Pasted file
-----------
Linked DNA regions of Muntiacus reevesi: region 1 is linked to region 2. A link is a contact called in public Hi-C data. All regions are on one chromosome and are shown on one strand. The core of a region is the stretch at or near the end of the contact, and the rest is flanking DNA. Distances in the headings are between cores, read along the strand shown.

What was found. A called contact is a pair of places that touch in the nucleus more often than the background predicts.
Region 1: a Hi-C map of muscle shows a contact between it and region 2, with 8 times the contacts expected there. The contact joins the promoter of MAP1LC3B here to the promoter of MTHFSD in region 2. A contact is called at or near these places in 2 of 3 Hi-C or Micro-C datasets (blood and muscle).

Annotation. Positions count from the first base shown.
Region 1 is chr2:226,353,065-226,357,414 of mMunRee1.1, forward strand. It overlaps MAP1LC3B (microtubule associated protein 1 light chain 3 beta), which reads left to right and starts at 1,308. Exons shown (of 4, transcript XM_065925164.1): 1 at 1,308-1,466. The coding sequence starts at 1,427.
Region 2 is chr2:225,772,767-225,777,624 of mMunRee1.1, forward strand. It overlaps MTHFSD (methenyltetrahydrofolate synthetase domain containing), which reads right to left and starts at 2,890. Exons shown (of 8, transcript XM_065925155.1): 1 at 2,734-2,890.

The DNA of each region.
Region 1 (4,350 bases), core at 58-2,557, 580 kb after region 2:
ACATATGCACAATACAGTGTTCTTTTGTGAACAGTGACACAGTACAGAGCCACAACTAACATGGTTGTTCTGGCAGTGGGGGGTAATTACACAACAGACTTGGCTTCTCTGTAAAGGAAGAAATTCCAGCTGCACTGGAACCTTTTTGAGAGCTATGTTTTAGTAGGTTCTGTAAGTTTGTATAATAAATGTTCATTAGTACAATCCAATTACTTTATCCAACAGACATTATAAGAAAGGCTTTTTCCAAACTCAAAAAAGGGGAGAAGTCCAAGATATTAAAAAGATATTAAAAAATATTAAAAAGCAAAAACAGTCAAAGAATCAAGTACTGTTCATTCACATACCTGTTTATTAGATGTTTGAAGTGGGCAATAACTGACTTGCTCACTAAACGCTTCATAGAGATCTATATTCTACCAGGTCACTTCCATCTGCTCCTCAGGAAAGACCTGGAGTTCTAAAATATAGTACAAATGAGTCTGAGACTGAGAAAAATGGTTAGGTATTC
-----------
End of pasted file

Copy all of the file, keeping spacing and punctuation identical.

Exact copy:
Linked DNA regions of Muntiacus reevesi: region 1 is linked to region 2. A link is a contact called in public Hi-C data. All regions are on one chromosome and are shown on one strand. The core of a region is the stretch at or near the end of the contact, and the rest is flanking DNA. Distances in the headings are between cores, read along the strand shown.

What was found. A called contact is a pair of places that touch in the nucleus more often than the background predicts.
Region 1: a Hi-C map of muscle shows a contact between it and region 2, with 8 times the contacts expected there. The contact joins the promoter of MAP1LC3B here to the promoter of MTHFSD in region 2. A contact is called at or near these places in 2 of 3 Hi-C or Micro-C datasets (blood and muscle).

Annotation. Positions count from the first base shown.
Region 1 is chr2:226,353,065-226,357,414 of mMunRee1.1, forward strand. It overlaps MAP1LC3B (microtubule associated protein 1 light chain 3 beta), which reads left to right and starts at 1,308. Exons shown (of 4, transcript XM_065925164.1): 1 at 1,308-1,466. The coding sequence starts at 1,427.
Region 2 is chr2:225,772,767-225,777,624 of mMunRee1.1, forward strand. It overlaps MTHFSD (methenyltetrahydrofolate synthetase domain containing), which reads right to left and starts at 2,890. Exons shown (of 8, transcript XM_065925155.1): 1 at 2,734-2,890.

The DNA of each region.
Region 1 (4,350 bases), core at 58-2,557, 580 kb after region 2:
ACATATGCACAATACAGTGTTCTTTTGTGAACAGTGACACAGTACAGAGCCACAACTAACATGGTTGTTCTGGCAGTGGGGGGTAATTACACAACAGACTTGGCTTCTCTGTAAAGGAAGAAATTCCAGCTGCACTGGAACCTTTTTGAGAGCTATGTTTTAGTAGGTTCTGTAAGTTTGTATAATAAATGTTCATTAGTACAATCCAATTACTTTATCCAACAGACATTATAAGAAAGGCTTTTTCCAAACTCAAAAAAGGGGAGAAGTCCAAGATATTAAAAAGATATTAAAAAATATTAAAAAGCAAAAACAGTCAAAGAATCAAGTACTGTTCATTCACATACCTGTTTATTAGATGTTTGAAGTGGGCAATAACTGACTTGCTCACTAAACGCTTCATAGAGATCTATATTCTACCAGGTCACTTCCATCTGCTCCTCAGGAAAGACCTGGAGTTCTAAAATATAGTACAAATGAGTCTGAGACTGAGAAAAATGGTTAGGTATTC